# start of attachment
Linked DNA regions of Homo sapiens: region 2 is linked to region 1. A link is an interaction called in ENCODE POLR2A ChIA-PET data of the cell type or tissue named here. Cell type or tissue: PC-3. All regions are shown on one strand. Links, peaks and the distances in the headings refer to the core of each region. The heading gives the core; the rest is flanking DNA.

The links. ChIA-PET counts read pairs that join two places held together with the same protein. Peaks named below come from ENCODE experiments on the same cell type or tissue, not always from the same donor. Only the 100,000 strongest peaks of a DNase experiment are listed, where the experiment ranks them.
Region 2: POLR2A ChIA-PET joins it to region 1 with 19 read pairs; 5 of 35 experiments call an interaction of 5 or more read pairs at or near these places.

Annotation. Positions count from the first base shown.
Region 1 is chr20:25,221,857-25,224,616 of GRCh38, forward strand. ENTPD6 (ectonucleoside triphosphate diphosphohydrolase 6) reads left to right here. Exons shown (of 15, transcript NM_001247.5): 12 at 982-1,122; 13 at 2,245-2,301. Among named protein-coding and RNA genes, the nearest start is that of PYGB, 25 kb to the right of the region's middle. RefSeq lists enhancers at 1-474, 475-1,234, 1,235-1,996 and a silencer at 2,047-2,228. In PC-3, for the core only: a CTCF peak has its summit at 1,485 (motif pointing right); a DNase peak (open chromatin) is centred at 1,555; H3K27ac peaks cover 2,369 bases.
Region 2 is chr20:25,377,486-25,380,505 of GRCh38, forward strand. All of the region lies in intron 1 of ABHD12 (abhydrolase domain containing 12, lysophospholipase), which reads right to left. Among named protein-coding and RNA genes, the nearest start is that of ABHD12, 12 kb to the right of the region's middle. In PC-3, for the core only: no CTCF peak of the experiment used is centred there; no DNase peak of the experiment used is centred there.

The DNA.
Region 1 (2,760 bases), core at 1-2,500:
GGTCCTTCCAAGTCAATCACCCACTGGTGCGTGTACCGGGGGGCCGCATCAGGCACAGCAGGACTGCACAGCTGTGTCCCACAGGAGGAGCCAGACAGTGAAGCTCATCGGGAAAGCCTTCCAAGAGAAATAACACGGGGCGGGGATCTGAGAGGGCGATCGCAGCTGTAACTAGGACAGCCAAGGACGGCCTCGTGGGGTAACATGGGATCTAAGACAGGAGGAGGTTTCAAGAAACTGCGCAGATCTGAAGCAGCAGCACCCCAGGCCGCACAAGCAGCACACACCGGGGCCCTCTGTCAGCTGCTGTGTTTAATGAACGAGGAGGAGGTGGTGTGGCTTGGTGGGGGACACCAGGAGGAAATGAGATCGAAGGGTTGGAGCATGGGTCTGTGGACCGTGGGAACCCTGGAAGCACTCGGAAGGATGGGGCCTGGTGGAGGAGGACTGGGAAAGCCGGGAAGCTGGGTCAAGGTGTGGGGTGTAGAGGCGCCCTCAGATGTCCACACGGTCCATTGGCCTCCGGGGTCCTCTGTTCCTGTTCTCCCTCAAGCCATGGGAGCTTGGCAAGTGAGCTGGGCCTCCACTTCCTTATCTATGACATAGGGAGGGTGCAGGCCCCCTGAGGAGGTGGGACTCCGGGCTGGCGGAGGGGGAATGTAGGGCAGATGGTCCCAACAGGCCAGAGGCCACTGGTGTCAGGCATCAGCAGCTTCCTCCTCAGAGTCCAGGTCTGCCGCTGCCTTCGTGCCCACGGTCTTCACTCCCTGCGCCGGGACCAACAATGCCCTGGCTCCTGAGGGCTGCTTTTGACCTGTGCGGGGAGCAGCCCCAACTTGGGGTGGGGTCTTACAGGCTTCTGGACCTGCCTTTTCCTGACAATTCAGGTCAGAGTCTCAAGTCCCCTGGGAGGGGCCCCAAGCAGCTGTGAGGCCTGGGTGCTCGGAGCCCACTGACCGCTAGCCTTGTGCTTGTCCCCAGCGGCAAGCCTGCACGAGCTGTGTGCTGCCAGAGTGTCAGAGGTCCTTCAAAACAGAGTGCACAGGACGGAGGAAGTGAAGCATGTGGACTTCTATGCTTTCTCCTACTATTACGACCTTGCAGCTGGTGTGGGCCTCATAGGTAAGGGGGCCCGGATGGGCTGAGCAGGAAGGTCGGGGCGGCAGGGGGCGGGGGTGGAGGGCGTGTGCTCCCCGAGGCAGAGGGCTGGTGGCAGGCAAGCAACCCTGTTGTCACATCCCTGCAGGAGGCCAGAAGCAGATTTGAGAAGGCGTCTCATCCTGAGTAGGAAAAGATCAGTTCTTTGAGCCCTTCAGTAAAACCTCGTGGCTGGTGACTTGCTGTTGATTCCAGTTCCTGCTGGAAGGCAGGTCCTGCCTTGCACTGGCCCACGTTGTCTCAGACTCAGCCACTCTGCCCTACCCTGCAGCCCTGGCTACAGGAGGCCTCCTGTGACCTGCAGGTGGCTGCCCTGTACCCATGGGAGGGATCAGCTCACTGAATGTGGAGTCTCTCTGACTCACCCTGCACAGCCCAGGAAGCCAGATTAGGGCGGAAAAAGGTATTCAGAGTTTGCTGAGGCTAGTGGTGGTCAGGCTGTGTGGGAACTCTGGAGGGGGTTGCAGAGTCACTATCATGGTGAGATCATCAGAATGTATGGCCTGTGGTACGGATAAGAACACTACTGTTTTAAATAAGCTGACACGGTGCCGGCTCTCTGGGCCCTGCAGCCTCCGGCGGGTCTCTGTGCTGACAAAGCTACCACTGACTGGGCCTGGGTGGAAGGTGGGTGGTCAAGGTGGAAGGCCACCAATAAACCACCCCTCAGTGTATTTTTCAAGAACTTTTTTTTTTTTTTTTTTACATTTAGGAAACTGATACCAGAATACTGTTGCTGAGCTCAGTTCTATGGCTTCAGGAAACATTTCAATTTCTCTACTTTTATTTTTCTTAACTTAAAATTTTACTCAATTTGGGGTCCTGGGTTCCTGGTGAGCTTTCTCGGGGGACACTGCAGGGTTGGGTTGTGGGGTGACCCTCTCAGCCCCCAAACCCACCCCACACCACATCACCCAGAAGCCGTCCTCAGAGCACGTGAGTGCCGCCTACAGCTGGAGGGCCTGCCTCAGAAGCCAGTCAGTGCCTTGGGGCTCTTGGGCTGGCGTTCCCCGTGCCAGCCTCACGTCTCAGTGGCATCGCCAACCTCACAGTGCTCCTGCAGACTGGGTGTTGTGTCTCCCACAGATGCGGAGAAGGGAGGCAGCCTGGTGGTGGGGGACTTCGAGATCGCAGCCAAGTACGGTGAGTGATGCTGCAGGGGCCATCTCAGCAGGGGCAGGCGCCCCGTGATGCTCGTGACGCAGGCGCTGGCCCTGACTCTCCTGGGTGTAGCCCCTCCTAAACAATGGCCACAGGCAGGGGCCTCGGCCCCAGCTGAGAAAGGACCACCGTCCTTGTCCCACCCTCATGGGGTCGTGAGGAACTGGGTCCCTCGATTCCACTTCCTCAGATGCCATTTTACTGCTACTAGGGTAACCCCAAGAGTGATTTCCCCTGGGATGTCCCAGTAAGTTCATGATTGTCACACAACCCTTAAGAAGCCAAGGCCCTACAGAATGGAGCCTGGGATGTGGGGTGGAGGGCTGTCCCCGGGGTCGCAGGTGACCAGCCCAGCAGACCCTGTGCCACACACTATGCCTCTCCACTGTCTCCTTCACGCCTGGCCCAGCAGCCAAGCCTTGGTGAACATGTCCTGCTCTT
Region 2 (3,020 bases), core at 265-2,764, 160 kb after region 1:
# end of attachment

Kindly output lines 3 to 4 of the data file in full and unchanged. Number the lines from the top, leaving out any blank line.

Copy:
Region 2: POLR2A ChIA-PET joins it to region 1 with 19 read pairs; 5 of 35 experiments call an interaction of 5 or more read pairs at or near these places.

Annotation. Positions count from the first base shown.